Last Friday a hearing was held in the Court of Appeal Newfoundland and Labrador to argue a bail-pending-appeal application filed by Ray Newman.
Newman, currently serving a 60-day prison term for assaulting an ex-girlfriend, has filed notice to appeal the conviction and sentence he received last month, and had wanted to be released from custody until the appeal is heard.
The justice hearing the bail application was scheduled to hand down a decision on Tuesday of this week. A decision would likely have had to consider the merits of the appeal.
But just prior to the judge’s decision on bail, Newman’s lawyer, Brian Wentzell, filed a notice of discontinuance of the application for judicial release.
Crown prosecutor Sheldon Steeves, who appeared at the hearing on the Crown’s behalf, confirmed the bail application was abandoned.
“There was bail pending appeal argued on Friday (July 6) and on Tuesday we received notice that the defence were abandoning their bail pending appeal, prior to the court actually making a decision,” Steeves said.
In Newman’s notice of appeal papers filed with the Court of Appeal, he asks the court to set aside the guilty verdict and enter a not guilty verdict in the case.
If the court fails to do that, Newman asks that the sentence of 60 days in prison be replaced with a 60-day conditional sentence.
Either way, it’s likely Newman’s sentence will expire before the appeal is heard.
During the trial, Newman’s ex-girlfriend testified the pair had been drinking and began arguing on the way back to Newman’s Paradise home after a night out. She told the court that Newman punched her, and that he tried to drag her out of the house by the leg and put his hands around her neck and choked her until she blacked out.
Forensic photos of the woman's injuries showed bruising and swelling around her eye, marks on her cheek and neck, vertical scratches on the centre of her chest and abrasions on her knee.
Newsman’s grounds for appeal state the trial judge erred on consideration (or lack thereof) of physical evidence in that he overstated the believability of the evidence of the victim and understated the believability of the evidence of Newman, and in doing so failed to find reasonable doubt where reasonable doubt existed.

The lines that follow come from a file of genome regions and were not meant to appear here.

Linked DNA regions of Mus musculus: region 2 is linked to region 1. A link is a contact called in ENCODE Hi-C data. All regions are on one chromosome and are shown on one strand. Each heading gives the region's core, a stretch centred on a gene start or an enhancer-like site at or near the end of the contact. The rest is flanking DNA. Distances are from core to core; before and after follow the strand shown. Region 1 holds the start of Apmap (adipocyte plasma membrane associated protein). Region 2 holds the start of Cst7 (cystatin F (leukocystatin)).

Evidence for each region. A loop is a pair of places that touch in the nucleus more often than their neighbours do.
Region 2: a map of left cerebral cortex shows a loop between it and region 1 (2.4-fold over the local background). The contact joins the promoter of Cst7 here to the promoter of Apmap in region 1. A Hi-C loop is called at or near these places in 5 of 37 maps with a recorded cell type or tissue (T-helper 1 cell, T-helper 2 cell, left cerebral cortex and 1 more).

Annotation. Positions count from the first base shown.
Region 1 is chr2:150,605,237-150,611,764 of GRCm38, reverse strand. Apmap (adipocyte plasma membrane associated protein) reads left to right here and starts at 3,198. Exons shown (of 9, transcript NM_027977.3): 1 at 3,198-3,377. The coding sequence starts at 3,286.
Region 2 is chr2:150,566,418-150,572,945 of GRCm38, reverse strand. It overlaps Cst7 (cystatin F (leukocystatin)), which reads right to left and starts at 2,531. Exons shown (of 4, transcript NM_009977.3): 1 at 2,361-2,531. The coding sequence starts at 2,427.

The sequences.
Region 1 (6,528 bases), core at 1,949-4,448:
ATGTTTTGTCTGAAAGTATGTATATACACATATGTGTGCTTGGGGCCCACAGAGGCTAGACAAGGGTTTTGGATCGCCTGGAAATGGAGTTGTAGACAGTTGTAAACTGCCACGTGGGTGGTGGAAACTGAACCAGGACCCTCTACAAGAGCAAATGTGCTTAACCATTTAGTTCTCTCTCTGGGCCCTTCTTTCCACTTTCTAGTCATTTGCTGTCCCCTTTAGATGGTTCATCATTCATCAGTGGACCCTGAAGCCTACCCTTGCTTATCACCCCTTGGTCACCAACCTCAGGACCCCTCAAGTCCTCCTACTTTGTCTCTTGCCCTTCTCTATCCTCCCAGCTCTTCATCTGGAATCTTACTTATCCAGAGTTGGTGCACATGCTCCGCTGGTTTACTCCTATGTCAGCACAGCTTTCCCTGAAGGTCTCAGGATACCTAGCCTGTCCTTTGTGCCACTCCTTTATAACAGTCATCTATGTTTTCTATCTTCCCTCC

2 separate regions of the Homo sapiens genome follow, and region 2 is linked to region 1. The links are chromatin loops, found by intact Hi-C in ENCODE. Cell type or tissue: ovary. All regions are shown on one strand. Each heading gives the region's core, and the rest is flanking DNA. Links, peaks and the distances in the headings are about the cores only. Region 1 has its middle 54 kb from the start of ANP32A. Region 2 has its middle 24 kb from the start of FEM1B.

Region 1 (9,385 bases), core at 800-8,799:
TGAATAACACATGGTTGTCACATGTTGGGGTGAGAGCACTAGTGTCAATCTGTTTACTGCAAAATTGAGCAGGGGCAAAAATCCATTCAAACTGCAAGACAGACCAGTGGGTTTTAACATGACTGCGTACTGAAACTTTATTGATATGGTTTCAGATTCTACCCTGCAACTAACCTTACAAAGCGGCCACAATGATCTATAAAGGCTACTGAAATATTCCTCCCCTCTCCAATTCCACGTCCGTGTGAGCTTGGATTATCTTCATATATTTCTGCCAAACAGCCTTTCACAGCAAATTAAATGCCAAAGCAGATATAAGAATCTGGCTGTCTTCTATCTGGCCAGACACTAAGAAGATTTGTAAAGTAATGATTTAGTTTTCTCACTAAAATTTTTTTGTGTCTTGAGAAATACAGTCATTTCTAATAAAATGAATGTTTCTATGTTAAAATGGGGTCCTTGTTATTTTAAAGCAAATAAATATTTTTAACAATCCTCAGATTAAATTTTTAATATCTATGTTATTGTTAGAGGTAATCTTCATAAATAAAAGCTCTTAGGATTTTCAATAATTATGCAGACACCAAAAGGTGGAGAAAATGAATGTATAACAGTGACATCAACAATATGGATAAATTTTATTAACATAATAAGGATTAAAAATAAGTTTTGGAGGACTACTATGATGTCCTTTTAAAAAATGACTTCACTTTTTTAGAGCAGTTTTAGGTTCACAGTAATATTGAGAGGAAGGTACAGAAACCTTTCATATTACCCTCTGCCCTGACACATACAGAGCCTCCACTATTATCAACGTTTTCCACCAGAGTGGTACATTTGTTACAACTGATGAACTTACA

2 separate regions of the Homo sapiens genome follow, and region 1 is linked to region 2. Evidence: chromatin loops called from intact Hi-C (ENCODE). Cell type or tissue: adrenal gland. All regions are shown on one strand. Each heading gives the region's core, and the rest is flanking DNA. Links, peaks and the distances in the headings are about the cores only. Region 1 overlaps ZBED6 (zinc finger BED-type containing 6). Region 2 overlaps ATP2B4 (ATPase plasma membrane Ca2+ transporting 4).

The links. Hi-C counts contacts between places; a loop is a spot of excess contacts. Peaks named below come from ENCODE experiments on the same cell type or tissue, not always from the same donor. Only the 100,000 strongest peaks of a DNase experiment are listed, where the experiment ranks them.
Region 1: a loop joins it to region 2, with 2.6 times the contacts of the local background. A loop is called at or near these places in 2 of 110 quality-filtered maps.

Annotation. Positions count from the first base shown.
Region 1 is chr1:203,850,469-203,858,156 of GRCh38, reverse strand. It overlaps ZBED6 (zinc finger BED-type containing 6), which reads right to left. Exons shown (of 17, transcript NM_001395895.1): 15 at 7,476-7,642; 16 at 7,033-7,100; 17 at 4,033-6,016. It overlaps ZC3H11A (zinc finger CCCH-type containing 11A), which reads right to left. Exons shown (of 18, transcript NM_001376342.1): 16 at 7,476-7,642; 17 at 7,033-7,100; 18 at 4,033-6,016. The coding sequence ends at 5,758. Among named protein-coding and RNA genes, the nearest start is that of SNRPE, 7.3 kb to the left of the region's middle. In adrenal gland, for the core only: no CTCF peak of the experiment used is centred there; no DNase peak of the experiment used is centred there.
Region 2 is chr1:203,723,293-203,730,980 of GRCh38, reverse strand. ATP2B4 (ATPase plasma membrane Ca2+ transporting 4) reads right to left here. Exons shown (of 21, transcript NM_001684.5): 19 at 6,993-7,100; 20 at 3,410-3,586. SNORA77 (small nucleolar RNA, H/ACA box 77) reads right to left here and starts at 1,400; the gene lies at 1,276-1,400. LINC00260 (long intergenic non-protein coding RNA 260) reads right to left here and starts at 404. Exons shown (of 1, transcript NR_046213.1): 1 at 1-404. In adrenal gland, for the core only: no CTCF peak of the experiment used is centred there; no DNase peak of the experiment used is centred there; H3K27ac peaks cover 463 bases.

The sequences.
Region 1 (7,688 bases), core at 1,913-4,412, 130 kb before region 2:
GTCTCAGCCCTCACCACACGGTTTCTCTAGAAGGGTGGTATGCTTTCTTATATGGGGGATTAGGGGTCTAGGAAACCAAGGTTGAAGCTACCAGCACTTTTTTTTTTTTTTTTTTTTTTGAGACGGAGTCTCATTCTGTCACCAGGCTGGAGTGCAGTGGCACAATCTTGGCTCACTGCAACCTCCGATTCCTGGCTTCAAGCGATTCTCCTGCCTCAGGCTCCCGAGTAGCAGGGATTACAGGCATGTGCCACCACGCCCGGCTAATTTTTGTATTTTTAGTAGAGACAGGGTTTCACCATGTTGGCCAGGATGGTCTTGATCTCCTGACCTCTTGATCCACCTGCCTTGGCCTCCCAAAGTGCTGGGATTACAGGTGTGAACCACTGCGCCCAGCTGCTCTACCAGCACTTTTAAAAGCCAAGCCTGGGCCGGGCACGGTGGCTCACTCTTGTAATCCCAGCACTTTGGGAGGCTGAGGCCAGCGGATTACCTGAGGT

In particular, the documents claim the trial judge failed to take into account medical evidence filed by consent of the Crown and defence that the defence says confirms there were no injuries to the victim’s neck. The documents also claim the judge wrongly determined that what was described as red swollen cheeks were consistent with assault.
As to sentence, Newman states the judge erred in law by taking the consideration of a conditional sentence order off the table because Newman had not pleaded guilty or taken responsibility for the offence.
In 2012, Newman was acquitted of murdering his estranged wife, Chrissy Predham-Newman, in her Airport Heights apartment five years earlier. During his murder trial, a Newfoundland and Labrador Supreme Court judge ruled to exclude a portion of the evidence presented by police, saying officers had made a mistake by not reading Newman his rights until 30 minutes into their interview with him, at which point he had already told them than he had been at Predham-Newman's apartment the day she died. Newman's acquittal was upheld upon appeal.